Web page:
What I really appreciate in this well-composed film, is that the comical essence of the situation is not exploited into cheap laughs and slapstick [sic]. Instead, Tandberg gives room for a subtle tristesse and creates two vulnerable, slightly tragic characters. I love how the simply cut drawings tells us so much about who these men are. Also, the film is a great example of how dialogue can be replaced by clear actions, and also in this case; very expressive music and sound. I felt every tap of the umbrella against the man’s head. Having seen this wonderful short many times now, both in festivals and online, I can also assure you that it holds very well upon repeat viewings.
A side note; I discovered on YouTube that quite a few individuals have used the same Sorrentino short story as basis for their short films (not animated). They’re without the same success as Ms. Tandberg, but for the curious ones it makes for an interesting comparison. You can find them here, here and here. (Btw, it’s a shame that some of them fails to credit the author.)
A film poster might be a tiny subject for a blog post, but this is so cool, I could not not put it up here. Since seeing Inland Empire in Lisbon (of all places) last april, I’ve been championing for a theatrical release of this Lynch film here in Norway. Sadly, the market for a surreal 3 hour Lynch film is not that big here, but after a long, hard distribution juggle, it finally opened in two cinemas a few weeks ago.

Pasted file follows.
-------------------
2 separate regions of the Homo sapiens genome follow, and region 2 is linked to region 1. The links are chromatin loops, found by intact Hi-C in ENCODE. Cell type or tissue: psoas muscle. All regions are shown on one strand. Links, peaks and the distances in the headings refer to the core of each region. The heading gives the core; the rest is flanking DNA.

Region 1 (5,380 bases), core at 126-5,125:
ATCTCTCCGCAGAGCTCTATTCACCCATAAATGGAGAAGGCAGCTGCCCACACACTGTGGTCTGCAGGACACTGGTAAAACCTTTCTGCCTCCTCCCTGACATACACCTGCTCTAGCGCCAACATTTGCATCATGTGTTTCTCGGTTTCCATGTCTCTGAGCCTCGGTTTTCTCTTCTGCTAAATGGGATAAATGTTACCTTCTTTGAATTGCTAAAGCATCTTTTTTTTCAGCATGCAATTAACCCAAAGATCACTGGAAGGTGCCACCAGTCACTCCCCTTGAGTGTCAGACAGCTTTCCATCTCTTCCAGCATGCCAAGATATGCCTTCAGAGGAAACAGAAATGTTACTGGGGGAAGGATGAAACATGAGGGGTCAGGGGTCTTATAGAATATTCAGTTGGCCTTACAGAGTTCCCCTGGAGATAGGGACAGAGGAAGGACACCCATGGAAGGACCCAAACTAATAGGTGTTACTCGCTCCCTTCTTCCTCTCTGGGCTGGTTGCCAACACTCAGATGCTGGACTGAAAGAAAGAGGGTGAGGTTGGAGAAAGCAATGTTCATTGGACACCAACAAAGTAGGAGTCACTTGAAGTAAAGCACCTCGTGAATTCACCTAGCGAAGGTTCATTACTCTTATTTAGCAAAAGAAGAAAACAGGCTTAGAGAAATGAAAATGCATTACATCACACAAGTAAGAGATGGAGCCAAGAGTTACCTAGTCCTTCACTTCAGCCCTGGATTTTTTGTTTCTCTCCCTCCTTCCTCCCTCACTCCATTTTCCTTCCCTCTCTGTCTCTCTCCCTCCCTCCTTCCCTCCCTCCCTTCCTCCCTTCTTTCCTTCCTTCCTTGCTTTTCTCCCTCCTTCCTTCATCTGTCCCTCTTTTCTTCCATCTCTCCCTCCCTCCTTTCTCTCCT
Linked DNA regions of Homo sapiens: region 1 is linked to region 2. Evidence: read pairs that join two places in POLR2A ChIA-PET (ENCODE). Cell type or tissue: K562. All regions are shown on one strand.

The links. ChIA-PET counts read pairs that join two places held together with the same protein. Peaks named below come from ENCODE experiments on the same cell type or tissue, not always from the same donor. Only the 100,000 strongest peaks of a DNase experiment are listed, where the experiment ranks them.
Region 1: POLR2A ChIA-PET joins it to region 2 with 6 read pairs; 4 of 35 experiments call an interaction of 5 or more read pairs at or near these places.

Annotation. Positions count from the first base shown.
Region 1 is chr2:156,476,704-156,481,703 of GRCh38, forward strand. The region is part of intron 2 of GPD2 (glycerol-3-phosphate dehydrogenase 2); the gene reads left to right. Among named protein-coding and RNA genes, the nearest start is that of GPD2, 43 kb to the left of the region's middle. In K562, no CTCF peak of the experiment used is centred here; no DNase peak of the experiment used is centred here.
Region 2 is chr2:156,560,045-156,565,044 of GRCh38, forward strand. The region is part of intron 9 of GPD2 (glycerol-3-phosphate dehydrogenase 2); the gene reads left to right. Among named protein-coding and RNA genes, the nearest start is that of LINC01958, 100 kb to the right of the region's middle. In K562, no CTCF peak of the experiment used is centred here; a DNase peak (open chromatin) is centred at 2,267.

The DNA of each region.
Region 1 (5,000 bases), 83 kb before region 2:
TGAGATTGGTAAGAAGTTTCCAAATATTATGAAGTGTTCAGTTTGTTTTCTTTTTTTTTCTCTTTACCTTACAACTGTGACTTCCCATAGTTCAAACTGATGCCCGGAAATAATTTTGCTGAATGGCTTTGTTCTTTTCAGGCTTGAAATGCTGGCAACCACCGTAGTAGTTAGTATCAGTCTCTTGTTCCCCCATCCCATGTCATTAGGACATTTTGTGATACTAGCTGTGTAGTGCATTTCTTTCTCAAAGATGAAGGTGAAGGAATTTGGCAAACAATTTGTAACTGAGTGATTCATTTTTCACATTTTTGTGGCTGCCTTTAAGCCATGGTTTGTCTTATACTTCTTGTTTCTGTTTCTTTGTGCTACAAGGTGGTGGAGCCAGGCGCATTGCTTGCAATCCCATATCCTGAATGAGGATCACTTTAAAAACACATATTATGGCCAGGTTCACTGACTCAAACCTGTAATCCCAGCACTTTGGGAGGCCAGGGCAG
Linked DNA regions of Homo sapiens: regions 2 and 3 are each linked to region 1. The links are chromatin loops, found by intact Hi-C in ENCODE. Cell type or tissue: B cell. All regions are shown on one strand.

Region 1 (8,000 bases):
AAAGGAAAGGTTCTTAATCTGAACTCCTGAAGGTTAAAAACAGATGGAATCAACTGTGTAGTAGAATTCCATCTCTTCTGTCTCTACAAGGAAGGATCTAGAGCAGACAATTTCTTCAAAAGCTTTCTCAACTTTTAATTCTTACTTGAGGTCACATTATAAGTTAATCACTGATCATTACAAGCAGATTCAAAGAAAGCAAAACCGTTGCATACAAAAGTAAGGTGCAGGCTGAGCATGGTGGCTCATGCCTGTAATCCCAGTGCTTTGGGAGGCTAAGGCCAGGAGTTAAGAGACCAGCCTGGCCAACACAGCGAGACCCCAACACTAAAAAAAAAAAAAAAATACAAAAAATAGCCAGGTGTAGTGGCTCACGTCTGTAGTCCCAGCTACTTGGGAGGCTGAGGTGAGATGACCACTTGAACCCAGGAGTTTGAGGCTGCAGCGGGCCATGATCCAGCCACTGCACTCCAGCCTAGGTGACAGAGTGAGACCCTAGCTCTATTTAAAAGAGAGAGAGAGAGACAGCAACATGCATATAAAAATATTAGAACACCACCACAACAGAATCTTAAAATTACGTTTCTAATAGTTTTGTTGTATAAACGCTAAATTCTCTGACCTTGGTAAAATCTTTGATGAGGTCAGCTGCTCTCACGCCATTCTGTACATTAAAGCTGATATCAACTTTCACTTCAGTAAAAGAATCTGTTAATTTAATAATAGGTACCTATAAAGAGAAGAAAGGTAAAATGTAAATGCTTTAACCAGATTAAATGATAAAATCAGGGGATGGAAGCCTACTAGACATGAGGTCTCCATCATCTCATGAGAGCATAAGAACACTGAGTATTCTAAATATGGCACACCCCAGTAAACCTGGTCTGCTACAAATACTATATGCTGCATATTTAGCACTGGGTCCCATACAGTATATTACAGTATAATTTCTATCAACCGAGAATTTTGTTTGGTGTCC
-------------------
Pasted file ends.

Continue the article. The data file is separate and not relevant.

It is released by Norway’s most cherished art cinema distributor, Arthaus, a non-profit organization owned by the Norwegian Association of Cinematheques. Arthaus has a long-running collaboration for their film posters with celebrated graphic designer Egil Haraldsen of Exil design, and eventhough he’s been doing this for over 10 years, his Inland Empire poster is one of his finest.
I present the Norwegian theatrical poster for Inland Empire here with a certain pride; I find it to be the most striking poster for this film anywhere. To me, it captures all the intensity of the film, the lynchness in the tone, the horror of Laura Dern’s character’s journey and the pixellated visuals (that I really loved). Kudos to Mr. Haraldsen and Arthaus for this one.
(Check out this Inland Empire poster collection. The German one is most alike the Norwegian)